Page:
Social Media and Today’s Online Fundraising Landscape
Katherine Austin-Evelyn | Benji Bernstein
It’s rare to find an organization without a social media presence. The 2018 Global NGO Technology report found that 92% of NGOs in the U.S. use Facebook and 83% have a Twitter profile. But yet, in the midst of the 500 million tweets sent per day, 44% of Twitter users don’t actually tweet, but instead use Twitter as their own personal news feed. This is why having a strong social media presence is so important to nonprofit organizations. When nonprofits are able to create positive conversation around their cause areas/brands, and encourage organic endorsements on social media, they can be effective in capturing the attention of and engaging constituents – both new and old.
But what is the link between social media presence and online giving? Online giving to nonprofit organizations nationwide has been growing significantly (and consistently) in recent years – with a 2016 growth rate of 15%, and an even larger increase of 23% in 2017. What is driving these disruptive increases in online giving? One might point to email newsletters and other forms of appeals driving their fundraising growth but an M+R Benchmarks study reveals that for every 1,000 emails delivered, a non-profit only raises $44.
However, a study from SUNY Buffalo on the relationship between social media and online giving revealed a major finding – “Online donations are driven by the number of ‘friends’ that a cause elicits through online sites. Friends often recommend a cause to other friends, which extends the reach the cause or group had.” The same study found that, in contrast to “offline” and more conventional approaches to soliciting donations, the actual size/historic reputation and organizational efficiency of nonprofit organizations did not profoundly impact the nature of their online donations. This is particularly significant for smaller nonprofits, who feel that they can’t compete with larger entities in traditional ad spending. It is also important for larger organizations to keep in mind – as there may be a higher ROI (especially long term with younger donors and prospects) in building a strong base of engaged and active followers. The study also found that “online supporters are more likely to fund new projects or projects with a tangible result.” This is a relevant insight for nonprofits of all sizes – and is in line with nationwide trends of younger donors demanding to see a more tangible impact with their donated dollars.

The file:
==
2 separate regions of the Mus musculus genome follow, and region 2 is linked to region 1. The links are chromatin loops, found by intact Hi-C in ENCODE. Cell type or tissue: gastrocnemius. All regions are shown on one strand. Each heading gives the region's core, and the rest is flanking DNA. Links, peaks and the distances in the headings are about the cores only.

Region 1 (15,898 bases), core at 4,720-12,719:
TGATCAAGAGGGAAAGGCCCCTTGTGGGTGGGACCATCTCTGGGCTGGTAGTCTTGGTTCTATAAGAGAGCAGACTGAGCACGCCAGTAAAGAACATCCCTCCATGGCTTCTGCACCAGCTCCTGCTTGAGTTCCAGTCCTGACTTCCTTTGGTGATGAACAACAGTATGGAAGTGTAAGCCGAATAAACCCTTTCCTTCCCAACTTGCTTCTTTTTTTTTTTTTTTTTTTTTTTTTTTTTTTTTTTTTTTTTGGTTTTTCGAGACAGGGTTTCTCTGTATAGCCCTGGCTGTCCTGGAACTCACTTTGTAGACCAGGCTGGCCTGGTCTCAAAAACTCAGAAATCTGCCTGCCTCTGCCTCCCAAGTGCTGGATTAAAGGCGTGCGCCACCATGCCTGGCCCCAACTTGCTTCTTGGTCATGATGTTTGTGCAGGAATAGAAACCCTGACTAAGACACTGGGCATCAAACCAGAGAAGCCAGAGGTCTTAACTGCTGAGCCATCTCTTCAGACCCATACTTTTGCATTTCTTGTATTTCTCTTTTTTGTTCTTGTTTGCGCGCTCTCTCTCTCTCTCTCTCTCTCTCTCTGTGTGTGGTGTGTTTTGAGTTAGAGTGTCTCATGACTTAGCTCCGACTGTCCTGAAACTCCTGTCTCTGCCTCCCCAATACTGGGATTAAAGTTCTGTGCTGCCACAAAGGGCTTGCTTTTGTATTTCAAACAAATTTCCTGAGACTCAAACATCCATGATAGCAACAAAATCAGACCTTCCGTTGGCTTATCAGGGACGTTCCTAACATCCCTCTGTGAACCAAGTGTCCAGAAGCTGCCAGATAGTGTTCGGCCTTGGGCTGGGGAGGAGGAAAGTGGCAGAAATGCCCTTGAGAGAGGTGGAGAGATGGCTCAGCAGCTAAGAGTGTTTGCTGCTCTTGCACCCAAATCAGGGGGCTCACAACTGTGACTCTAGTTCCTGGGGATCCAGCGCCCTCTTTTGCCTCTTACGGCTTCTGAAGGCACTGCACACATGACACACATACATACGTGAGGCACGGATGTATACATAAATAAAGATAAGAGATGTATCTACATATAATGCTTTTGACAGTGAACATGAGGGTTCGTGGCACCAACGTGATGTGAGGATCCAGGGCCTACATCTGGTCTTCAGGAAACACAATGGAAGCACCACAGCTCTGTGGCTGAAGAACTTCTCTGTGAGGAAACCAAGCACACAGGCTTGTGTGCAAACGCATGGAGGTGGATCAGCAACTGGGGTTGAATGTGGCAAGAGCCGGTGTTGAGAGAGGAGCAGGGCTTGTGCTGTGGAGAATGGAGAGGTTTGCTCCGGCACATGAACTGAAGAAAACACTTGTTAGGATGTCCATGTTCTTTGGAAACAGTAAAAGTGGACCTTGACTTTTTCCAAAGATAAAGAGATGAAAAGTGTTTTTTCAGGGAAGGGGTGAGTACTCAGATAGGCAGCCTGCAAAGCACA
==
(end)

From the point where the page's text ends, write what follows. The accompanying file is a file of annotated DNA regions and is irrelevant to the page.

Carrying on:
At this point you may be saying to yourself, all of this data is great – but how does my organization effectively use social media to increase my fundraising bottom line? Like many questions of this nature, there’s no one silver bullet. But there are key elements to keep in mind. Firstly, clear channels and profiles that are easy to access, understand and navigate. Can someone pull up your platform, cause and most of your posts, and understand what it’s all about right away? Secondly, quality posts that create natural conversation and generate brand engagements. Are your posts hitting on industry trends? What sort of engagement are your staff, board and most loyal supporters having with your content? These posts should be driven by data on what types of cause-relevant topics and information will be well received from your key audiences both through retrospective and “real-time” analysis.
With each of these key insights in mind, Changing Our World has recently launched its custom-built digital platform for social media analytics and peer benchmarking. Our platform was intentionally designed through the lens of our broad experience serving the global social impact sector, and it is distinctly informed by our unique perspective on the central social media needs facing organizations today. Utilizing this data-driven approach, we are working to help organizations effectively integrate the types of strategies noted above into their own social media plans – ultimately creating the kind of meaningful online engagement, and strong digital community, that have each proven their positive impact on fundraising revenues across the sector.